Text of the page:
- By Elaine AyoElaine Ayo is a freelance data journalist.
Despite making up half the working-age population, women generated only 37 percent of global GDP in 2013—a finding from a recent McKinsey Global Institute study that surveyed 95 countries representing 97 percent of the world’s GDP and 93 percent of its female population.
The report’s most striking finding is that gender parity isn’t specifically driven by per capita GDP: Rates of female workforce participation actually peak in low- and high-income countries, but sag drastically in the middle, such as in India and Turkey. The reason? In addition to cultural factors and personal preference, the report surmises that in middle-income countries, households weigh the economic gain of two working spouses against many other considerations—like the necessity of unpaid care work (e.g., cooking, cleaning, and caring for elderly family members and children). People in lower-income countries, however, can’t afford that luxury.
Narrowing the gender gap in the workforce isn’t just good citizenry; it’s also good business. If countries improve gender parity in their workforces, McKinsey reports, the resulting output could translate into an additional $12 trillion in global GDP in 2025.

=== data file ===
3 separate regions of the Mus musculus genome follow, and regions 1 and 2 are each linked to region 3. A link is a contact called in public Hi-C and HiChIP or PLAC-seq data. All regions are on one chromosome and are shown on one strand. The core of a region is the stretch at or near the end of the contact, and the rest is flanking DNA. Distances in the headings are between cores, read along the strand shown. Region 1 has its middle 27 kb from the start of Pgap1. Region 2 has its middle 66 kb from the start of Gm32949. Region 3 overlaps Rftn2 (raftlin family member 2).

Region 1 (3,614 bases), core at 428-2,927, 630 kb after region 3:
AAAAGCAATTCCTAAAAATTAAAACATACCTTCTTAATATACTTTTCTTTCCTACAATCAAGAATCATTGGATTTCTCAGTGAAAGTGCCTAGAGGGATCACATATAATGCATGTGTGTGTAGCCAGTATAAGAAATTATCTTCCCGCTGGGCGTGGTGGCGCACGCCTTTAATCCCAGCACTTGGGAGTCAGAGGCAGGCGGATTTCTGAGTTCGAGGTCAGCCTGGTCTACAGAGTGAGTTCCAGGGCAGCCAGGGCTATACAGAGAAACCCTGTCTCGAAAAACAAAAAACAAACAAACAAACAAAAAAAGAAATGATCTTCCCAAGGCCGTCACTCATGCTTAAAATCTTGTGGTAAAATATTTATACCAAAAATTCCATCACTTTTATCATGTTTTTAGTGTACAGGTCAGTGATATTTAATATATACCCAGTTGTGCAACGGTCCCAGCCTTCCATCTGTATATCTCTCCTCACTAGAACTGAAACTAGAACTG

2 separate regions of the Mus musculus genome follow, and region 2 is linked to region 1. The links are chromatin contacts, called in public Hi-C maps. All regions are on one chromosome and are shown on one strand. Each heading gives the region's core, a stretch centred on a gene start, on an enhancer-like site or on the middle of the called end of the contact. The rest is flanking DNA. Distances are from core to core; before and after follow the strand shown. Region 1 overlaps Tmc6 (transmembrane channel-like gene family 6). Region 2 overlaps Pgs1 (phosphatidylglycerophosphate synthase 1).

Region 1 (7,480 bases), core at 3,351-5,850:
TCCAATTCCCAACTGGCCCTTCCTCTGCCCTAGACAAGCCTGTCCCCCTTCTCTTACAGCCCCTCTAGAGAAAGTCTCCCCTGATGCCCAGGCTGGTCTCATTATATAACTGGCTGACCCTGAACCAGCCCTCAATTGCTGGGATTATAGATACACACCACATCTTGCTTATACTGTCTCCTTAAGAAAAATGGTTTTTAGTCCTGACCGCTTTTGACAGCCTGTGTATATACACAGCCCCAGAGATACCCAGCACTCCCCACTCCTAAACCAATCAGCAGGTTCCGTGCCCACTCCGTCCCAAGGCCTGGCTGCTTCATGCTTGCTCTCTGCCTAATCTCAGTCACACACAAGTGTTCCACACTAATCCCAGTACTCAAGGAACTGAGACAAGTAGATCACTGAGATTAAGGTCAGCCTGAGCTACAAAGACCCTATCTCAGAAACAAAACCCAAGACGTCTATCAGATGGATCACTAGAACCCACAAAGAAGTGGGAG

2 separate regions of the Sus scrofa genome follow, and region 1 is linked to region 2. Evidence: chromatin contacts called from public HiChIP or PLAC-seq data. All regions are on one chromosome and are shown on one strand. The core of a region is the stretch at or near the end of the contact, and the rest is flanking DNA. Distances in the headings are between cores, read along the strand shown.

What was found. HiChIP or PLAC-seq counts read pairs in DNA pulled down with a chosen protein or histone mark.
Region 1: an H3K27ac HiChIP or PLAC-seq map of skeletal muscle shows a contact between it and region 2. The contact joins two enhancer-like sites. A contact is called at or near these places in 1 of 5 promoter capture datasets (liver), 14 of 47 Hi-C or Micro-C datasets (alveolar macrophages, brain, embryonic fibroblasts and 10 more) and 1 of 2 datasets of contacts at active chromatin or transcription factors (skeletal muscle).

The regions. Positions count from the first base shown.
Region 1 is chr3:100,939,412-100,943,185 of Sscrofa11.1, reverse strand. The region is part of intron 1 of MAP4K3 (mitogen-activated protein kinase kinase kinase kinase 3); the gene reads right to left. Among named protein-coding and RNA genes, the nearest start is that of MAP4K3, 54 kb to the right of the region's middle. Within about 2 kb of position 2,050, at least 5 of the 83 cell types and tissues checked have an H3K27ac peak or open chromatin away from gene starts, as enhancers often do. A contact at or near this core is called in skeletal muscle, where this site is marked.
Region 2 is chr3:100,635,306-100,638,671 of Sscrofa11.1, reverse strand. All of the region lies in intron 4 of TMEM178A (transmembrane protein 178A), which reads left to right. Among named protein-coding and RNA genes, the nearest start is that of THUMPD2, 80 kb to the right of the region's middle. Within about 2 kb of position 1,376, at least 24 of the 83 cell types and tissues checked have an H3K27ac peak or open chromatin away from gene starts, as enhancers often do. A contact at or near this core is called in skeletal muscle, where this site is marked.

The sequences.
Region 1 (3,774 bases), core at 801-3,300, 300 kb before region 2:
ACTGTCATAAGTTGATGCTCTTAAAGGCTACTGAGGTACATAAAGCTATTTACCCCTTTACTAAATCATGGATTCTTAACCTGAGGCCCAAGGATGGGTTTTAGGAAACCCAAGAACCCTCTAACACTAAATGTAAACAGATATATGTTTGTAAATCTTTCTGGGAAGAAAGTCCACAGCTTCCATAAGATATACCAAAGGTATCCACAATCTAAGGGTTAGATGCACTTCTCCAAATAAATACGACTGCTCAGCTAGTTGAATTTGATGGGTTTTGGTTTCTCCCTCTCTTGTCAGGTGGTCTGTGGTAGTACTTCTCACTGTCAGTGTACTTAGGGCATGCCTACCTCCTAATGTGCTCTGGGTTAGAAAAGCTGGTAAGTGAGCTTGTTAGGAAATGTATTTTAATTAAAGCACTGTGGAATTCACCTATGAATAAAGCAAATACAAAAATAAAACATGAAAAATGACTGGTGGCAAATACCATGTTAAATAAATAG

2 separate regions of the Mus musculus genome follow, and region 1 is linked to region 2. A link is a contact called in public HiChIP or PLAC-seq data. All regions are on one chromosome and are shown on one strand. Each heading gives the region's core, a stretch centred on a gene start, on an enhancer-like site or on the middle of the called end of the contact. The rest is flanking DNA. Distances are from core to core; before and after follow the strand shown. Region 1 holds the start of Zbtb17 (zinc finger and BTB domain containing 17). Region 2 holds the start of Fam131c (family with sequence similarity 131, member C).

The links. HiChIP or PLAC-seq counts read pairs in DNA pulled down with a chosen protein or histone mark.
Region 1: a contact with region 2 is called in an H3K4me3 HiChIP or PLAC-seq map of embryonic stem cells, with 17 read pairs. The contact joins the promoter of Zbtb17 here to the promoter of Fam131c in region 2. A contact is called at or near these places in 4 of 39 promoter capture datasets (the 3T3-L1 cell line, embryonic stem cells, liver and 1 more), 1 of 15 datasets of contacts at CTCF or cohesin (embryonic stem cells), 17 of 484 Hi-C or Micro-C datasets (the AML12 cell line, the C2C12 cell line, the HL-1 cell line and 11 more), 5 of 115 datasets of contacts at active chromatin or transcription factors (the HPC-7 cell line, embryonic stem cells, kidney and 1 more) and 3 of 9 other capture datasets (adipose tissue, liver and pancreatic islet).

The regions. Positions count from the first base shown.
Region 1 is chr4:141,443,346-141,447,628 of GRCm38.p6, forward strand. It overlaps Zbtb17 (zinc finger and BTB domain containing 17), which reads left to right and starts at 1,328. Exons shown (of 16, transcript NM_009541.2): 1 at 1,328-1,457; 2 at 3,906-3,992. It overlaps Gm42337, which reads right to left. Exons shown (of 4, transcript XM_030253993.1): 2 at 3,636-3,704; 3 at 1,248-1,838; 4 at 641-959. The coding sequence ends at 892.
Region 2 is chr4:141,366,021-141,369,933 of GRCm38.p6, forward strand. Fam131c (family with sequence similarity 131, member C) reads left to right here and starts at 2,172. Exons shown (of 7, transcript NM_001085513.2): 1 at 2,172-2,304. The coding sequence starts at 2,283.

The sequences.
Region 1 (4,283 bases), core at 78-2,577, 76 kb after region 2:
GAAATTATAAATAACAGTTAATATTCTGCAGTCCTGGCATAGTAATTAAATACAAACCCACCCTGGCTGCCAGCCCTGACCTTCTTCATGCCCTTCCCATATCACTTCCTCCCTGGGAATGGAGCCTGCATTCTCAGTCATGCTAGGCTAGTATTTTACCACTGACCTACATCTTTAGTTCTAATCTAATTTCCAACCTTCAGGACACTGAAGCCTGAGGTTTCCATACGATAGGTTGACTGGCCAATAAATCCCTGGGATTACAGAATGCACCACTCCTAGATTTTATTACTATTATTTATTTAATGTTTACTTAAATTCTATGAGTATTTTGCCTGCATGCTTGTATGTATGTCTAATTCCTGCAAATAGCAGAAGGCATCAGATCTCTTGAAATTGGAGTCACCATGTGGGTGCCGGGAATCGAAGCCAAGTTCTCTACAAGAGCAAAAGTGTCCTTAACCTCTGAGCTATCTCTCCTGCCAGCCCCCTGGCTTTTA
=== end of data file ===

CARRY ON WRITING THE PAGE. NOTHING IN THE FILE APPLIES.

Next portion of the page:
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Free labor is a major contributor to the gender gap. Each year, McKinsey estimates, women work without pay to the tune of $10 trillion. And on average, women perform 75 percent of unpaid chores worldwide. Unsurprisingly, in countries where such tasks are done almost exclusively by women, their involvement in the labor force is dismal (above). The imbalance is also reflected in political and professional leadership positions: On average, there are 36 female legislators, senior officials, and managers for every 100 male ones globally, according to the McKinsey report.
Map data via McKinsey Global Institute analysis of 2013 International Labour Organization/U.N. population data; Unpaid Care Work data via OECD Gender, Institutions and Development Database, 2014; Oman data from 2010 U.N. report; Political Representation data via International Labour Organization, 2000-2013. A version of this article originally appeared in the January/February issue of FP under the title “Untapped Potential.”